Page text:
The cold has finally sunk its sharp teeth into Boston again and if a frigid front promises anything in this city, it is the sudden — and unfortunate — surplus of Canada Goose clothing.
This company promotes colossal animal cruelty, so why are the streets still saturated in its red-black emblem? Canada Goose coats are meant to provide supreme warmth and comfort, but the stories behind the garments are spine-chilling.
The people clad in these coats of cruelty, though they may not know it, are implicitly propagating the wicked ways of Canada Goose, an establishment of absolute atrocity whose inhumane practices need be abated.
Canada Goose hunts coyotes and geese en masse; coyotes are caught for their fur and the geese for their down. That’s right, the soft fur trim is in no way faux — it is real fur, obtained from animals who do not want to die. And the stuff that makes the coat so soft and warm, the down, is from geese who are brutally killed, often conscious up until the last minute of their lives.
Wild coyotes are trapped, killed and then skinned for their fur, caught in steel traps that often cause them immense pain. Sometimes when mothers are trapped, they try to chew off their own limbs in desperate attempts to find their young. The coyotes that do not die of exposure to the elements are often shot or hacked to death upon the return of their ruthless trappers.
Similarly, geese used for their down are sent straight to the slaughterhouse, where they are hung upside down, stunned and slit in the throat. Just like that these social, sentient animals vanish from the world. After being treated like objects, they are merely forgotten.
The wild animals in this situation are not the coyotes, they are the trappers themselves. After a day’s work, they wash their bloodied axes and hit the hay, only to wake up and do it all over again.
The company claims that they are “deeply committed to the ethical sourcing and responsible use of all animal materials in our products,” according to a statement on their website and I couldn’t help but laugh at the audacity this exudes.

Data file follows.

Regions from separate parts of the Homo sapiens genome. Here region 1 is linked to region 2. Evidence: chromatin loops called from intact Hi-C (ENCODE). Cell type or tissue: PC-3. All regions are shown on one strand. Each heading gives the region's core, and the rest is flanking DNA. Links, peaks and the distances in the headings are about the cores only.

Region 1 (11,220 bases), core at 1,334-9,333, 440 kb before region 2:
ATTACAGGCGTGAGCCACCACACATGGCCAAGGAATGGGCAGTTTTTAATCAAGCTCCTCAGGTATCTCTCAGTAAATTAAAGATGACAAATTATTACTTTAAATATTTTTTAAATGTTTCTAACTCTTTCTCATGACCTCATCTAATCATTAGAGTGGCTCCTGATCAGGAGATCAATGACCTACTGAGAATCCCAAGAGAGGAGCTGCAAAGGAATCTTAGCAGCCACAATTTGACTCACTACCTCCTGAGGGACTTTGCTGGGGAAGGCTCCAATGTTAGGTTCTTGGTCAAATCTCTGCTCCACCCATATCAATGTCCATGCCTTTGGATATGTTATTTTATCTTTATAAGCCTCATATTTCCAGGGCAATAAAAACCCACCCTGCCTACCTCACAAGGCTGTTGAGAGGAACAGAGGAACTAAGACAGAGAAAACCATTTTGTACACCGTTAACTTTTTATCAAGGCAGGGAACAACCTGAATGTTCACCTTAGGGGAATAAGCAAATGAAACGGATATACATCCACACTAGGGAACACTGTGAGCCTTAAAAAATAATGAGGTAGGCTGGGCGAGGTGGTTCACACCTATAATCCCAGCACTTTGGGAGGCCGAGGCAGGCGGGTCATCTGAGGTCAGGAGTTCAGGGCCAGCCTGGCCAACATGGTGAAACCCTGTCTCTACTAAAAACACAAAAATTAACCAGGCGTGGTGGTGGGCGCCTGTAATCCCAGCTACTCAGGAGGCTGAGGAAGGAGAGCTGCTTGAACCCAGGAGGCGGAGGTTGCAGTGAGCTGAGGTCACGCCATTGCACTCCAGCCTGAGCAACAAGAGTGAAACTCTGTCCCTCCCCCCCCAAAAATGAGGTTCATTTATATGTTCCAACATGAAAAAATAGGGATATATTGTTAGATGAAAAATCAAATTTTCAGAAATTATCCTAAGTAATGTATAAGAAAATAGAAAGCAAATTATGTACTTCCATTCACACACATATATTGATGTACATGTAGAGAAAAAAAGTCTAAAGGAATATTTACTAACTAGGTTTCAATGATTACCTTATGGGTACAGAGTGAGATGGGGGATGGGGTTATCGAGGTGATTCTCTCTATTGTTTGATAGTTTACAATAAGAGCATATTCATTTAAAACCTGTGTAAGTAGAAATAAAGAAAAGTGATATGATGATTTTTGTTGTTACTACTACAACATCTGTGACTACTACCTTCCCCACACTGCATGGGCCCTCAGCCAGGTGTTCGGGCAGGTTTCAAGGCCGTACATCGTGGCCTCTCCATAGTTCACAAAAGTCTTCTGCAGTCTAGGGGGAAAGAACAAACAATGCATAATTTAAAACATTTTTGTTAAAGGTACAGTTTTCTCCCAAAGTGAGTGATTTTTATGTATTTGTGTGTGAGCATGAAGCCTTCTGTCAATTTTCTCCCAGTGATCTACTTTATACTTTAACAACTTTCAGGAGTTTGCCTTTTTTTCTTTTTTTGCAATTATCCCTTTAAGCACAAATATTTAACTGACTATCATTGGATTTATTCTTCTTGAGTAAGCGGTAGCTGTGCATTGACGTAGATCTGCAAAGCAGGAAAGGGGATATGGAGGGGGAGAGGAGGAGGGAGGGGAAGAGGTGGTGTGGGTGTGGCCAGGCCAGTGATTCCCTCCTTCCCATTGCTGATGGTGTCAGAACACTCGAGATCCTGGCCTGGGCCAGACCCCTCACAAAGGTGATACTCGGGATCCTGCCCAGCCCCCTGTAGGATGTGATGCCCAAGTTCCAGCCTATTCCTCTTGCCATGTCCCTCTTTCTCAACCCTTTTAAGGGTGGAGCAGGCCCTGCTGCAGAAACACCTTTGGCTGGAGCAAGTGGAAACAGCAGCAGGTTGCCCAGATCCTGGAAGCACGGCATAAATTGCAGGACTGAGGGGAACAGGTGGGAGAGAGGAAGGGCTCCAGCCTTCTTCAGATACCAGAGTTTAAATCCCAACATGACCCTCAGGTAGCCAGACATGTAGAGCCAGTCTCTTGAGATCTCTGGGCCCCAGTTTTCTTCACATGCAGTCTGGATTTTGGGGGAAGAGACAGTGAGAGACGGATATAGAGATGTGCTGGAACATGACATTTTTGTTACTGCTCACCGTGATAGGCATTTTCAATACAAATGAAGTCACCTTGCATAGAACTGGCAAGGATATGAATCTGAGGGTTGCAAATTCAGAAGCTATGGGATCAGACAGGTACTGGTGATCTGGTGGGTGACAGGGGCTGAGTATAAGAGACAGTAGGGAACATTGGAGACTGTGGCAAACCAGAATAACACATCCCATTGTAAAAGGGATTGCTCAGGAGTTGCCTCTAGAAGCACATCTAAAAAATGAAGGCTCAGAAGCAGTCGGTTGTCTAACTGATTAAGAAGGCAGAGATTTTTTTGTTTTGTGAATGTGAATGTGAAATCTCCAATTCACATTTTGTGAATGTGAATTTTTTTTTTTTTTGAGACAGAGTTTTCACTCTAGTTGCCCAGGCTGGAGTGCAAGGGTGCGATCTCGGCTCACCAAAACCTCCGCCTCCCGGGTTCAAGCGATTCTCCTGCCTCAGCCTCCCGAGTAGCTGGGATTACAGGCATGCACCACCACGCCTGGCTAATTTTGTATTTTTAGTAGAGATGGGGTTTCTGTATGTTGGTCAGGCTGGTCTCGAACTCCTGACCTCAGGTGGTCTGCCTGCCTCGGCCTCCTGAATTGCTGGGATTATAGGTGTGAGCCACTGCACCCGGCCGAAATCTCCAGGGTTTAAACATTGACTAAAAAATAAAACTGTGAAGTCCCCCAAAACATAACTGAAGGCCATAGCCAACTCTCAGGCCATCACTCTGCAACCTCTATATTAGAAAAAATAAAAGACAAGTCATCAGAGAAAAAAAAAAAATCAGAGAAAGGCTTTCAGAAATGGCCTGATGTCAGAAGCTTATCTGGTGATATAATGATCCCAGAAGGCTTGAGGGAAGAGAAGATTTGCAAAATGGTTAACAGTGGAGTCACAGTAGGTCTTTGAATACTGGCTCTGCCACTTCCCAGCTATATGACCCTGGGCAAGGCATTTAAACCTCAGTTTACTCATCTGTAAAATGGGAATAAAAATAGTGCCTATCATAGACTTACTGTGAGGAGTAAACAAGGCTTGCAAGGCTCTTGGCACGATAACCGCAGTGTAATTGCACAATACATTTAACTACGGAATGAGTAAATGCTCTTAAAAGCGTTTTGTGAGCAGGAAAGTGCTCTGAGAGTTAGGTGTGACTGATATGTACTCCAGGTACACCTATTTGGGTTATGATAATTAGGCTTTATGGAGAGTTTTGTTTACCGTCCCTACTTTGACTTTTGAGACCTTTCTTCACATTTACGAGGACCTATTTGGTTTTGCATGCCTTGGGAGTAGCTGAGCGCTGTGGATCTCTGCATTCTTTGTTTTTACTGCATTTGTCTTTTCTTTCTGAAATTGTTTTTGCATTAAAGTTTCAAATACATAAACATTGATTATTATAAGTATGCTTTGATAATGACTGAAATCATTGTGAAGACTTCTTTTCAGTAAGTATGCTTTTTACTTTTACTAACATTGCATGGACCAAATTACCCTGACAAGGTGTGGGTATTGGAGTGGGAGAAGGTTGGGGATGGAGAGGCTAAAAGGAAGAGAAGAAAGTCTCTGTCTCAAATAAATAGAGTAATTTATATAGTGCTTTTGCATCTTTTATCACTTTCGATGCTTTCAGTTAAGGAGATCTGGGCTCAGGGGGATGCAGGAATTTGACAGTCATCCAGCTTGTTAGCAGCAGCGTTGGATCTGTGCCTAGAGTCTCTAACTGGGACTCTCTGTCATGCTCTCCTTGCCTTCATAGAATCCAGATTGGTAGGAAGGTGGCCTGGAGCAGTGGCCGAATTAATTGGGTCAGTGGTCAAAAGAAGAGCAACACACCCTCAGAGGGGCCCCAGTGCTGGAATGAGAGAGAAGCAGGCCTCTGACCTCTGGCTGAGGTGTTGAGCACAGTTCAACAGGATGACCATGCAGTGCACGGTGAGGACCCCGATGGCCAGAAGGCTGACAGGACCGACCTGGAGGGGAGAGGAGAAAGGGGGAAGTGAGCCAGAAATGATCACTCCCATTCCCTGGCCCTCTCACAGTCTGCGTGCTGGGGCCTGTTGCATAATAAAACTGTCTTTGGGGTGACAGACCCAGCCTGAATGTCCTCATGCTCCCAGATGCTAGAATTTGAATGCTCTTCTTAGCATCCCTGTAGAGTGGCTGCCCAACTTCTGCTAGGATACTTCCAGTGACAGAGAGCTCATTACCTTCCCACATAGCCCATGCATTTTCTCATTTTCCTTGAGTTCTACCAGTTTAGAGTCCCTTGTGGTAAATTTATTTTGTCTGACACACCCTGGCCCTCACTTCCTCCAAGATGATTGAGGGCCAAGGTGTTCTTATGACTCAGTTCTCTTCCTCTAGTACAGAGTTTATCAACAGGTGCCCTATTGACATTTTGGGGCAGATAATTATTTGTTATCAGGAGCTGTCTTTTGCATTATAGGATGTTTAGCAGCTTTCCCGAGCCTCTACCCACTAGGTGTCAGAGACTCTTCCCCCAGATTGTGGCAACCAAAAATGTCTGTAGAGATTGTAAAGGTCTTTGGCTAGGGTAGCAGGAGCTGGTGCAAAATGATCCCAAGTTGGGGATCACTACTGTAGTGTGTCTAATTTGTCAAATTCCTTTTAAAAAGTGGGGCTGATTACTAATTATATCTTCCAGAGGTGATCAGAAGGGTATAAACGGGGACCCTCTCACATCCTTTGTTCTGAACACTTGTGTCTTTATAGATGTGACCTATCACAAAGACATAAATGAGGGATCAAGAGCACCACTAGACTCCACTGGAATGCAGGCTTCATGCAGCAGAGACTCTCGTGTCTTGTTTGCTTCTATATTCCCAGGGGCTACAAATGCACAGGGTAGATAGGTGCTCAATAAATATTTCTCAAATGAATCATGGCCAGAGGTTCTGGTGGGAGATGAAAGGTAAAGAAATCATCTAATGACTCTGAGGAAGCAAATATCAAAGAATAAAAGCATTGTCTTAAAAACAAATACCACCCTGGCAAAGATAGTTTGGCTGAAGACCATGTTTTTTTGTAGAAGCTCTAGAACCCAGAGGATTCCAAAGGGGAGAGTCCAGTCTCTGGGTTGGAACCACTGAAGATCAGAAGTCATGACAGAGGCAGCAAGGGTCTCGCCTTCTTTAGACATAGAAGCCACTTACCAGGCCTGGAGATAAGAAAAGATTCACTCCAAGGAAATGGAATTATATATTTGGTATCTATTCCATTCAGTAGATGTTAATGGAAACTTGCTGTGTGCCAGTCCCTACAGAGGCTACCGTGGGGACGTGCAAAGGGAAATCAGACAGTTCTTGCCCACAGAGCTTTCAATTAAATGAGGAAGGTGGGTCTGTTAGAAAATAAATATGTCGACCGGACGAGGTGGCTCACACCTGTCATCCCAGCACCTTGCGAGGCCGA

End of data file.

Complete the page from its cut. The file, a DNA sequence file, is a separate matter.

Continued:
But my chuckle only cloaked the true fury that raged in me. This company, like all others, seeks profit above all else. Their coats are not cheap and have become symbols of style and wealth. What is their incentive to source materials ethically if they will continue bringing in cash either way?
Probably nothing. The only way they will change their practices is their consumers people demand they do. We must put aside our aspirations to “fit in” or advertise our ability to buy high-end fashion if we want to mitigate animal suffering.
As only a freshman at Boston University, I was, and continue to be, shocked by the pervasiveness of Canada Goose coats. They are everywhere I go — from the mellow Buick Street Market to the hustle and bustle of the George Sherman Union. Every time I see the company’s emblem, my heart sinks a little.
Most of us have pets we love, so why do we want to wear coats of murdered coyotes and geese?
It is not okay. If you did not know before, now you do. We live in a washing machine of a world, chugging and churning with change and have alternatives to real fur, which is nothing but abusive and antiquated.
This is an entreaty to all — if you do not wish to support the slaughtering of innocent creatures, do not purchase from Canada Goose.
Spread the word. Tell your friends and family. Canada Goose must be stopped and it can start with you.